The incision for an open biopsy must be carefully planned so as to avoid tumor contamination of the neurovascular structures and to facilitate removal of the biopsy tract en bloc during definitive surgery (see the image below).

Resected specimen of a proximal tibia osteosarcoma Resected specimen of a proximal tibia osteosarcoma. The primary lesion was such that the knee joint was resected with the primary lesion. Note that the previous longitudinal biopsy tract was completely excised with the specimen.

Regardless of the technique employed, a frozen section should be examined to confirm that the tumor has been sampled accurately. If possible, extraosseous components should be sampled rather than bone to lessen the risk of fracture. Seal bone holes with Gelfoam or a similar material to decrease the risk of hematoma and tumor spread. Drains should be of the closed-suction variety, and they should be placed directly in line with the skin incision (a short distance away).

Definitive resection

The primary aim of definitive resection is patient survival. Accordingly, margins on all sides of the tumor must contain normal tissue (wide margin). The thickness of the margin is important only for the marrow, where an adequate margin is thought to be 5-7 cm from the edge of an abnormality depicted on magnetic resonance imaging (MRI) or bone scanning.

Radical margins, defined as removal of the entire involved compartment (bone, joint to joint; muscle, origin to insertion), are usually not required for cure. A less-than-wide margin (marginal or intralesional margin) may be functionally helpful as a debulking therapy, but intrinsically, it will not be locally curative. Amputation may be the treatment of choice in some circumstances.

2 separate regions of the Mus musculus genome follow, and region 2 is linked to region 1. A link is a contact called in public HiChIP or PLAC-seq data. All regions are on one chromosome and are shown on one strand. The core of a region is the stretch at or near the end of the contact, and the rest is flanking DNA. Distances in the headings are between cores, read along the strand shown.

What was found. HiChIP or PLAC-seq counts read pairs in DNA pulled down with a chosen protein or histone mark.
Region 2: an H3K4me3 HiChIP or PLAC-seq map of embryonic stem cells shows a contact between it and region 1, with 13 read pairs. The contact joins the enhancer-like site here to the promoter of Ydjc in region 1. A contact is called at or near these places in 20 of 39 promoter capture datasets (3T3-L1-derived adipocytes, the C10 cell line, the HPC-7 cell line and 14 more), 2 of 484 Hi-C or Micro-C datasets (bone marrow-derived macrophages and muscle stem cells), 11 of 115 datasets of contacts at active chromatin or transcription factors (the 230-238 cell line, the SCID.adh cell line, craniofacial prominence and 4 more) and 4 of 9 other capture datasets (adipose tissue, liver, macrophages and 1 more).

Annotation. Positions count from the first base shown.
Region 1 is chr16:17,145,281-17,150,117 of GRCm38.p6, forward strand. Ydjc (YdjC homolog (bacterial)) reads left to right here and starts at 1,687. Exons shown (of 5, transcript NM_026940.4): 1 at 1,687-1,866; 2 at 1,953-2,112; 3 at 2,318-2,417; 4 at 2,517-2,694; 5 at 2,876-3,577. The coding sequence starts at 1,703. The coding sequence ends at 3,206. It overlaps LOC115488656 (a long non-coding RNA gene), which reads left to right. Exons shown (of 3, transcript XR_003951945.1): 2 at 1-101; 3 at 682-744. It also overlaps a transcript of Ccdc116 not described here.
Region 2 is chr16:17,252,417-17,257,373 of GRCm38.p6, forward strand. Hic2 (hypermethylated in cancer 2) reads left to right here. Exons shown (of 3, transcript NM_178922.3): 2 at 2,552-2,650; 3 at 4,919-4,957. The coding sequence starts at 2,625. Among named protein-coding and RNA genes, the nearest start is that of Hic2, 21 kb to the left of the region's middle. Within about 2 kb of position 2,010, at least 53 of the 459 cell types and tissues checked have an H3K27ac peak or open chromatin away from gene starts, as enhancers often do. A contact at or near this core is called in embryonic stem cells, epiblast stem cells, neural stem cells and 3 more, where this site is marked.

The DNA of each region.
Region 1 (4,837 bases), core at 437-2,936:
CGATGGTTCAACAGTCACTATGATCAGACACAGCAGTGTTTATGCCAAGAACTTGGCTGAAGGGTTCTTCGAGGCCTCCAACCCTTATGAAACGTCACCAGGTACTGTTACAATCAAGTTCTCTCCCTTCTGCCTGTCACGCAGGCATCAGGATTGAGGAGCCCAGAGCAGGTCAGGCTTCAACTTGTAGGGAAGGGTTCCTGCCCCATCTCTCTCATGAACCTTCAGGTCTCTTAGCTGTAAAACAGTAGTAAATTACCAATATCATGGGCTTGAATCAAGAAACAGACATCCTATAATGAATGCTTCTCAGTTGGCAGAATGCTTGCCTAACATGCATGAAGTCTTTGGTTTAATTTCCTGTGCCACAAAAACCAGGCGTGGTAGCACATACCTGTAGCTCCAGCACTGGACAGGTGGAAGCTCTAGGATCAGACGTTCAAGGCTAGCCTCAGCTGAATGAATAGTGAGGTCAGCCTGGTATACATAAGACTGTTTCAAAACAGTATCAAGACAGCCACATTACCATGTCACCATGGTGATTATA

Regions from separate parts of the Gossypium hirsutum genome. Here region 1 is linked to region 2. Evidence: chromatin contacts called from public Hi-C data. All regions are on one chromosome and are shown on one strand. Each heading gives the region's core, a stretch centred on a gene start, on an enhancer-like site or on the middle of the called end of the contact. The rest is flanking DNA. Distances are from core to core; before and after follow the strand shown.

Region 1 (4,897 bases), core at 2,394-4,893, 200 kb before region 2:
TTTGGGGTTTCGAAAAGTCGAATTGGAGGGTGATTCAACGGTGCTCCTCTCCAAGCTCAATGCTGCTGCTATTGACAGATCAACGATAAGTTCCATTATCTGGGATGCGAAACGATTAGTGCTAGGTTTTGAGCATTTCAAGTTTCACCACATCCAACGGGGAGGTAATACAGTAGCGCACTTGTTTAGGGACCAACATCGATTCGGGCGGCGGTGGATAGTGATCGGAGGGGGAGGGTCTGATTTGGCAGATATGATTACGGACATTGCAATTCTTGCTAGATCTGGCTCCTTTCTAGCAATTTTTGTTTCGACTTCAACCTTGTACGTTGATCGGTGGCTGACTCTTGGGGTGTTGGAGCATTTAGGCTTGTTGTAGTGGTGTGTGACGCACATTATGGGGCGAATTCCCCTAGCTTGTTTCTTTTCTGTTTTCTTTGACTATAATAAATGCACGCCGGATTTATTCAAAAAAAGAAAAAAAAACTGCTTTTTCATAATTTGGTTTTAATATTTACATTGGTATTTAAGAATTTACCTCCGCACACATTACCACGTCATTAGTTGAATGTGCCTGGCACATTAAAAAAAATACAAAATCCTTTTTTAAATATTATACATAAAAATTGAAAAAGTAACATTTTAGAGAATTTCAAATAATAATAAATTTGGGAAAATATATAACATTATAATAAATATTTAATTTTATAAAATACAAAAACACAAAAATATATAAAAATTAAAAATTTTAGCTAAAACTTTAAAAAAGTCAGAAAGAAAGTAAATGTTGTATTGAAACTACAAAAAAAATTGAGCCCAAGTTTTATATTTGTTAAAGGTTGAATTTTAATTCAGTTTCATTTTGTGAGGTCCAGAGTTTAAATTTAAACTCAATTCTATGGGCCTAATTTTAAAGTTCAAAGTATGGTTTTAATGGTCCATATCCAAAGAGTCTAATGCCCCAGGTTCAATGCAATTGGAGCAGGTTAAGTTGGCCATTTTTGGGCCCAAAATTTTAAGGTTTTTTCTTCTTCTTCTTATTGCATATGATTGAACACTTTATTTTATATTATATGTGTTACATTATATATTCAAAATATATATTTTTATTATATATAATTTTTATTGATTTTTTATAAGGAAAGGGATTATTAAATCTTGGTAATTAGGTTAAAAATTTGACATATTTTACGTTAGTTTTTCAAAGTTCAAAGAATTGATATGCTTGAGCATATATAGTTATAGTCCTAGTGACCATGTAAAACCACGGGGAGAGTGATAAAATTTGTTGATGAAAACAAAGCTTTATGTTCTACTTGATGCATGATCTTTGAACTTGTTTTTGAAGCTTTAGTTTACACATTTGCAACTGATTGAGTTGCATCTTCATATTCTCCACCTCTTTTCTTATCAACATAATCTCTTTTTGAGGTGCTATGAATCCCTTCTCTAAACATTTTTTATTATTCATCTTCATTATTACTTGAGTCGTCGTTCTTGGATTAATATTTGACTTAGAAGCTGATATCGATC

If possible, a number of options exist for limb-salvage reconstruction, which must be chosen on the basis of individual considerations, as follows:

  • Autologous bone graft
  • Allograft
  • Prosthesis
  • Rotationplasty

Autologous bone grafts may be vascularized or nonvascularized. Rejection does not occur with these grafts, and the rate of infection is low. The growth plates of patients who are skeletally immature may limit options for stable bone fixation (osteosynthesis).

With allografts, graft healing and infection can be problematic, particularly during chemotherapy. Immunologic rejection can also occur. Allograft-prosthesis composites are also an option.

Prosthetic joint reconstruction can be solitary or expandable, though it is usually expensive. The longevity of such implants is a major concern in young children.

Rotationplasty (see the images below) is particularly suitable for patients with distal femur and proximal tibia tumors, particularly large tumors in which a high amputation is the only alternative. Lesions located in other areas of the femur or tibia may also be amenable to this treatment approach. Patients who are very young or athletic may benefit greatly from this procedure from a functional standpoint, and this procedure may also serve to minimize the number of future surgeries needed.

Intraoperative photograph of a Van Ness rotationpl Intraoperative photograph of a Van Ness rotationplasty procedure. Osteosynthesis of the tibia to the residual femur is being performed. Courtesy of Alvin H. Crawford MD, FACS.
Clinical photograph taken at the conclusion of a V Clinical photograph taken at the conclusion of a Van Ness rotationplasty procedure (same patient as previous image). Note that the new "knee" of the operative side (left side) is purposely reconstructed distal to the normal right knee. This is in anticipation of the future growth potential of the unoperated limb. Courtesy of Alvin H. Crawford MD, FACS.

After tumor resection, vessels are usually repaired in an end-to-end fashion to optimize patency. The distal portion of the leg is rotated 180º and reattached to the thigh at the proximal edge of the resection. Other variations are also possible.[1, 29] The rotation allows the ankle to become a functional knee joint, so the length of the leg should be adjusted to match the contralateral knee. Ideally, before rotationplasty is embarked on, patients and families should either meet or review a video recording of a patient who has had the procedure.